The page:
Healthcare and Medicine Reference
In-Depth Information
must be close for this technique to be supportable for
the practitioner and to work for the client.) Put your
open fists out on the lateral rib cage, just outside of or
just on the lateral border of the scapula and the lateral
edge of the latissimus dorsi. Your proximal phalanges
are resting on, and parallel to, the client's ribs, and your
elbows are as wide and forward as you can comfortably
position them. Peel the tissue around the rib cage toward
your chest and his back, bringing the latissimus and
scapula with you toward the posterior midline. Do not
dig into the rib cage, but rather bring the entire shoulder
structure around the ribs. At the same time have the
client lift his chest in front with a big, proud inhale. This
will stretch the myofasciae of the serratus anterior, and
encourage the rhomboids to assume proper tone, with
a bit of practice (DVD ref: Spiral Line, 16:00-20:28).
If there is a right-left difference between the two
scapulae, use the same positioning, but merely empha-
size the pressure to create change on the one side while
stabilizing both the client and the practitioner with the
other.
The converse pattern is less common, but still encoun-
tered frequently, where the rhomboids are locked short
and the serrati locked long. In these patterns, the scapu-
lae tend to be held high and close to the spinous
processes, a pattern which often accompanies a flat
(extended) thoracic spine.
To address this pattern in the SPL, have your seated
client bend forward a little (not so far that he can rest
his elbows on his knees) to expose the area between the
thoracic spine and the vertebral border of the scapula.
Standing behind, work out from the center line toward
the scapula using your knuckles or elbows, lengthening
in both directions away from the spine. The client can
help in two ways: by pushing up from the feet into your
pressure, the client will help keep the back sturdy and
create more of a roundness (flexion). To get extra stretch
out of the rhomboids, have the client reach out in front
and bring the arms across each other as if giving someone
a big hug (DVD ref: Spiral Line, 20:28-25:53).
To emphasize one side more than the other, merely
increase the pressure on the shorter side. Alternatively,
cross your hands over each other, with one against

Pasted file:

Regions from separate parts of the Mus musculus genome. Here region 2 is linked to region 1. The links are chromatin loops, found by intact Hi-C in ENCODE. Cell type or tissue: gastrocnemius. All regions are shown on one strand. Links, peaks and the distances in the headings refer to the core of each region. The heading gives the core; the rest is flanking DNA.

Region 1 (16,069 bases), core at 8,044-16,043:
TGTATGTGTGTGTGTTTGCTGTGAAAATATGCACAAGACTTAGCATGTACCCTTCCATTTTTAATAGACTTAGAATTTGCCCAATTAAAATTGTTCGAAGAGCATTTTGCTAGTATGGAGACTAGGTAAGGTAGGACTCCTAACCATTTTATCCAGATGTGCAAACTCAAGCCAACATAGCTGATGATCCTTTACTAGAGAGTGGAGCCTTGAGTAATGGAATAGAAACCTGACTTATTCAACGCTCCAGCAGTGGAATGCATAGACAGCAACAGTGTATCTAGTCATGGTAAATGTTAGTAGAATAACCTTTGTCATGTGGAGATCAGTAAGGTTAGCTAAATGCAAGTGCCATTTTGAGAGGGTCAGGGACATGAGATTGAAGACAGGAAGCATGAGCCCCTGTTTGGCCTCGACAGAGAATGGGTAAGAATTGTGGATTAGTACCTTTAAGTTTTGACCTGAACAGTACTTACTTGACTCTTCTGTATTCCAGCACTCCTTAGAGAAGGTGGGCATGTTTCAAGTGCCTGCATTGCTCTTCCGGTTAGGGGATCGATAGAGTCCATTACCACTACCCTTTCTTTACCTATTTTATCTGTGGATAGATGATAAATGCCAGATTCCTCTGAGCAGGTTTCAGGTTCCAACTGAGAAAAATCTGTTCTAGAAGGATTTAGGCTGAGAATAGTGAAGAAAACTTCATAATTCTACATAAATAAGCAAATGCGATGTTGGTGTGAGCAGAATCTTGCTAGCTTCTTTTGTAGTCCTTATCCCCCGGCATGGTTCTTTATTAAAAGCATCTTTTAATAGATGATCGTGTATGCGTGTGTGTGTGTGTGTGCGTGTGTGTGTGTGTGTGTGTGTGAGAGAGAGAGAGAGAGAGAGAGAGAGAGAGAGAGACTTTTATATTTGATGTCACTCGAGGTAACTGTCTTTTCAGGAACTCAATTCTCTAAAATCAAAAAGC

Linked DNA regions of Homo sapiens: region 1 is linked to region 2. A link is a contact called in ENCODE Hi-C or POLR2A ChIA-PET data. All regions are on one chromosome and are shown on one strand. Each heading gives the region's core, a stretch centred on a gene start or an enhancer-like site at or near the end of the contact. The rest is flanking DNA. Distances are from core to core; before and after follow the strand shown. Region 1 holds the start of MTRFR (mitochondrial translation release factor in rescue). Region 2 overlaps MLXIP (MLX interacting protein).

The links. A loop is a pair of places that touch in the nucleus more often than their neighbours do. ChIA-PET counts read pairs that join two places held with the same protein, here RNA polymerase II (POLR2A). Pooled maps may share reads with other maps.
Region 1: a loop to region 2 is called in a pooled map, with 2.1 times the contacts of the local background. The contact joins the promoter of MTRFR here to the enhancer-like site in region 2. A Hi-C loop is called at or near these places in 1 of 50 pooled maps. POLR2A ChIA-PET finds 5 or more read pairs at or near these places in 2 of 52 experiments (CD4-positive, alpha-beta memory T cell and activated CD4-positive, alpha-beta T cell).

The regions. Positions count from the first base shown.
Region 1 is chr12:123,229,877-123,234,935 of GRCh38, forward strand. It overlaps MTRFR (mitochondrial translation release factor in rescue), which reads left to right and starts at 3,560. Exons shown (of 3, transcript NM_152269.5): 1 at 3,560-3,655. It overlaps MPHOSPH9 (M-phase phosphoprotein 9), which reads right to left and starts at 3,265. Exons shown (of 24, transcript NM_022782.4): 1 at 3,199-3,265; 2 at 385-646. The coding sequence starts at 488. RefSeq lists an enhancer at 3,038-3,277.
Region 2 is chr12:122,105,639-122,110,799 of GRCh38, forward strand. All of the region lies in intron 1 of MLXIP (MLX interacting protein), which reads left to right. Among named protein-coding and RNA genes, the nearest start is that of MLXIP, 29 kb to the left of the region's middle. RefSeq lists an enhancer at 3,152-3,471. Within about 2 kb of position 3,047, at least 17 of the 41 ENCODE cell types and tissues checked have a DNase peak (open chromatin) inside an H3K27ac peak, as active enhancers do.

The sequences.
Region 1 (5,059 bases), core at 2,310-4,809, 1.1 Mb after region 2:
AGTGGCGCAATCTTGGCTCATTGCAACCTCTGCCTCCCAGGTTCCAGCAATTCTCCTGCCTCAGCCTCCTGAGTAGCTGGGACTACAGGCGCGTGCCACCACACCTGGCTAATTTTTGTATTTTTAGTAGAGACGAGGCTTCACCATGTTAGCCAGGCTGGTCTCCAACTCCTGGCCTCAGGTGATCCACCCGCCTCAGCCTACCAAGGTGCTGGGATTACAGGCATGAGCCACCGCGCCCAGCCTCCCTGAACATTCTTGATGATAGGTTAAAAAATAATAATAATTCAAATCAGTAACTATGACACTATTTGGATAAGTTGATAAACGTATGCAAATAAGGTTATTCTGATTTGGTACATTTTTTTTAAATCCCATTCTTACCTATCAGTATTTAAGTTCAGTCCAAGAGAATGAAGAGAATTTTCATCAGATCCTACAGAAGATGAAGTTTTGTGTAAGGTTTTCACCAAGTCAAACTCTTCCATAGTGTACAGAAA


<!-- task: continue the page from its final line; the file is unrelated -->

several thoracic SPs, and the other against the vertebral
border, and by pushing your hands apart, induce a
stretch in the rhomboids and trapezius.
Serratus anterior
Portions of the external and internal oblique
Fig. 6.8 The next set of continuities in the Spiral Line carries it
from the serratus anterior onto the external oblique, on through the
linea alba, and over to the anterior superior iliac spine via the
internal oblique.
Fig. 6.9 The Spiral Line connections in the abdomen in action.
Note that it is the left Spiral Line (running from the fellow's right
ribs to left pelvis) that is being contracted, while the other side is
being stretched. Consistent postural positioning of one set of ribs
closer to the opposite hip is a red flag for Spiral Line treatment.
(Reproduced with kind permission from Hoepke 1936.)
The internal and external
oblique complex
From the lower attachments of the serratus, our way
forward is clear: the serratus anterior has strong fascial
continuity with the external oblique (Figs 6.7 and 6.8).
The fibers of the external oblique blend into the lamina
of the superficial abdominal aponeurosis, which carries
over to the linea alba, where they mesh with the oppos-
ing fibers of the internal oblique on the opposite side
(Fig. 6.7). This carries us to our next station, the ASIS
(anterior superior iliac spine) and an opportunity for a
brief sidetrack, or, in this case, a roundhouse (see
'Roundhouse: the anterior superior iliac spine' below).
In the abdomen, one set of external/internal oblique
(abdominal ribs to opposite pelvis) complex may be
visibly shorter than the other (Fig. 6.9). Position the
fingertips into the superficial layers of abdominal fascia
and lift them diagonally and superiorly toward the
opposite ribs {DVD ref: Spiral Line, 12:28-16:00). This will
usually serve to correct this imbalance, although more
complex counterbalancing patterns often involve the
psoas as well (see Ch. 9).
135
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